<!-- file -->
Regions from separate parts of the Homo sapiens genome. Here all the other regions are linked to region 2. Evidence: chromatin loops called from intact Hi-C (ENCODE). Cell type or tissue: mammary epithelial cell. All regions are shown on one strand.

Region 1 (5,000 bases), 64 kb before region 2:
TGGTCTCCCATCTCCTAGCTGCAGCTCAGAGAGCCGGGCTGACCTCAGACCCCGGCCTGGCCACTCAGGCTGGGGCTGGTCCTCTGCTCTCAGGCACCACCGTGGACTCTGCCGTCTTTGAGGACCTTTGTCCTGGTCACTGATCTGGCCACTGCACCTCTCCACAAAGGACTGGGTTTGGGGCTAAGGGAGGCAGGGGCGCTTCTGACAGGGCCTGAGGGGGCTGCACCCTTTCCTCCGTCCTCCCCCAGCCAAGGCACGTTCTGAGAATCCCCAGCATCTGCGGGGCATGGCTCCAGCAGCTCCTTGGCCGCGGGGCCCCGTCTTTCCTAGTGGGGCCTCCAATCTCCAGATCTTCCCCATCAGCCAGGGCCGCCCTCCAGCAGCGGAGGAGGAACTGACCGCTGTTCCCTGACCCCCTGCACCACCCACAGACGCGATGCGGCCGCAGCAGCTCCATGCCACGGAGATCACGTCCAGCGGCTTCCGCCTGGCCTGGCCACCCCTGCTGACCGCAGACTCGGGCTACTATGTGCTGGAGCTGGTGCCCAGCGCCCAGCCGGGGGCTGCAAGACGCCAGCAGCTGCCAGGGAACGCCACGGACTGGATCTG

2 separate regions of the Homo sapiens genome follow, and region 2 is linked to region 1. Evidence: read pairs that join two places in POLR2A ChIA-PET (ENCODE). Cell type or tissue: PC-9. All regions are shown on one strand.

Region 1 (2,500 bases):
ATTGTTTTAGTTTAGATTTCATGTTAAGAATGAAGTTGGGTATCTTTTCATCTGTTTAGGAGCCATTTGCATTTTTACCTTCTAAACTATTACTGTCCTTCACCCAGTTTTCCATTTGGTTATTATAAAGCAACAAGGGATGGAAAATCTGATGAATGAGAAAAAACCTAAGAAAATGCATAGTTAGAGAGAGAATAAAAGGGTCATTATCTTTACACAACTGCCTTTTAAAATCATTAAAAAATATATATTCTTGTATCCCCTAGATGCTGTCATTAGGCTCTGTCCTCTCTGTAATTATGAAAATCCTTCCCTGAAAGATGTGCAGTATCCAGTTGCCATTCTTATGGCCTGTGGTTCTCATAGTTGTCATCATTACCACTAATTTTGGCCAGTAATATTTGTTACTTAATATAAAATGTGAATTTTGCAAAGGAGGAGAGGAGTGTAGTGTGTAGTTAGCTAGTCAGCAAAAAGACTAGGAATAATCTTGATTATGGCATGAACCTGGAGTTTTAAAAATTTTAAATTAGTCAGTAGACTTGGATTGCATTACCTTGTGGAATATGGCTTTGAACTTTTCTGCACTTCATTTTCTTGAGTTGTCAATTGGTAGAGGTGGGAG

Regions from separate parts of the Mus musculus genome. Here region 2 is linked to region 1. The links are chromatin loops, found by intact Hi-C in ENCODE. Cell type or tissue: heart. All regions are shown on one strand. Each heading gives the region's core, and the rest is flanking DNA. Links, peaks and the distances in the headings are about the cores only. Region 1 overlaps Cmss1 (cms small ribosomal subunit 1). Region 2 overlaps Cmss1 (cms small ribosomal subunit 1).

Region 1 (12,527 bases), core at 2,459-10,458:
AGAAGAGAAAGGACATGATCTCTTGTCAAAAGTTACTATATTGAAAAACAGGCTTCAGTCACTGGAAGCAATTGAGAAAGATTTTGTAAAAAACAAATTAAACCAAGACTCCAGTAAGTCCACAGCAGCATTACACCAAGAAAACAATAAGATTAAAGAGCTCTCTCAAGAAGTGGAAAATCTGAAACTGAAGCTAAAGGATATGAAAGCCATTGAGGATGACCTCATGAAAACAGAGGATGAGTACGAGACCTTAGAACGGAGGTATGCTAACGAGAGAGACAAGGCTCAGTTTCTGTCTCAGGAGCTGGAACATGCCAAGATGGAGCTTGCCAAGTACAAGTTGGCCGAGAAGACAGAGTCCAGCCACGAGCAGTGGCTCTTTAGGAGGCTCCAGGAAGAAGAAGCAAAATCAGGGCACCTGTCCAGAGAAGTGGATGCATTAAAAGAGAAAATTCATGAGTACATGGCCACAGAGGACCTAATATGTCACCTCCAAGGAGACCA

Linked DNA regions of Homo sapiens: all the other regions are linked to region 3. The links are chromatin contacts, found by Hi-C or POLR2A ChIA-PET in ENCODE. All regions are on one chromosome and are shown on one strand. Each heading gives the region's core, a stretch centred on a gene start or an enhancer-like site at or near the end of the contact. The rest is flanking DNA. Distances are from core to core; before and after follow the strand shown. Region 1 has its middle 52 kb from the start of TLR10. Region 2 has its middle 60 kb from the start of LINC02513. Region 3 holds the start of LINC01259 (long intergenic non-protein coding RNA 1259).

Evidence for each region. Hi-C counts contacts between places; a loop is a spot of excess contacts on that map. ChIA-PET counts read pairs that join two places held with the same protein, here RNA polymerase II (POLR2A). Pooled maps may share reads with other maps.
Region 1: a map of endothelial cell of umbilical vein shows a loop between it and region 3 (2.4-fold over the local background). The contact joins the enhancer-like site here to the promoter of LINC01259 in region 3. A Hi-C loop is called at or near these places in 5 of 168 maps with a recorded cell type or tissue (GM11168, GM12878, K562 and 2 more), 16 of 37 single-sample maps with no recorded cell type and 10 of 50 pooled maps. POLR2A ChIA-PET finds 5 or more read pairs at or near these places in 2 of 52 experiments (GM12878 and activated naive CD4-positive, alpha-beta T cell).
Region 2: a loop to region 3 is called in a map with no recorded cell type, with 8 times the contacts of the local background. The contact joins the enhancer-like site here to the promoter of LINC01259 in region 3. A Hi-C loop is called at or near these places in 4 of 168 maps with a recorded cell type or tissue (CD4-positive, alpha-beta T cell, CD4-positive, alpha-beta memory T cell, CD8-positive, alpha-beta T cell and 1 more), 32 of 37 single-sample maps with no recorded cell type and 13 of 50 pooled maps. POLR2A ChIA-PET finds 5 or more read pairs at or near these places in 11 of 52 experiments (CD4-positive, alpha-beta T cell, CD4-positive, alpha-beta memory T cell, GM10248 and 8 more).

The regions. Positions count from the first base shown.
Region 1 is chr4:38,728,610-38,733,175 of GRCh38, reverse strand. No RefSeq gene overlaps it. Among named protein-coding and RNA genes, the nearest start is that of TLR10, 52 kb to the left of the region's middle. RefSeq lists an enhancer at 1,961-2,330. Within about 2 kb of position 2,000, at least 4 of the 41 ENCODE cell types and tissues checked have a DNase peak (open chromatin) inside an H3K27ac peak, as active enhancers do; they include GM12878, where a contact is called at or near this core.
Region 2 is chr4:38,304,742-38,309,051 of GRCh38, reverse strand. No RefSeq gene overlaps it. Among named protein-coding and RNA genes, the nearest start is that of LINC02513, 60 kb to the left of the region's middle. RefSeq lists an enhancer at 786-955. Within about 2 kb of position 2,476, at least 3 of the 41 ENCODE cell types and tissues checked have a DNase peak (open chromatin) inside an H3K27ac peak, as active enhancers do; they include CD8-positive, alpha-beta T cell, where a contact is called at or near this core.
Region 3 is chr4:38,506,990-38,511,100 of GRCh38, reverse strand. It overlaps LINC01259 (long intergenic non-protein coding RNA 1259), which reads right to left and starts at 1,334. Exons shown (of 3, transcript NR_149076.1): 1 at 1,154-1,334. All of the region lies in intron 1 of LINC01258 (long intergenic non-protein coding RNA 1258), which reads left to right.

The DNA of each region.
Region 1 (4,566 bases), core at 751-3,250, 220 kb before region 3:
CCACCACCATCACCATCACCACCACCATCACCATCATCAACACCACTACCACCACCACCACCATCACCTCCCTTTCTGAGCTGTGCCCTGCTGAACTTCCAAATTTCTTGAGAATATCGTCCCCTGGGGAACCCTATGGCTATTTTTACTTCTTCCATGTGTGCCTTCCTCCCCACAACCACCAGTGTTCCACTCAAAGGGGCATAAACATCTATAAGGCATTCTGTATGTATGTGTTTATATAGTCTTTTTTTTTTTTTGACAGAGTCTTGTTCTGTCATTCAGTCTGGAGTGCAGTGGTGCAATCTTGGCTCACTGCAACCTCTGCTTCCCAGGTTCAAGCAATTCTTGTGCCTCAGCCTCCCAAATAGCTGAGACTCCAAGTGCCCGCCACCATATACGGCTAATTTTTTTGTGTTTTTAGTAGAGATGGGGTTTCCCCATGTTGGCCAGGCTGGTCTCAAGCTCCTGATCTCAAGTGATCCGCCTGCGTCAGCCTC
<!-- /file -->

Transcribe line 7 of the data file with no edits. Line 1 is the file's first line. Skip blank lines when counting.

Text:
Regions from separate parts of the Mus musculus genome. Here region 2 is linked to region 1. The links are chromatin loops, found by intact Hi-C in ENCODE. Cell type or tissue: heart. All regions are shown on one strand. Each heading gives the region's core, and the rest is flanking DNA. Links, peaks and the distances in the headings are about the cores only. Region 1 overlaps Cmss1 (cms small ribosomal subunit 1). Region 2 overlaps Cmss1 (cms small ribosomal subunit 1).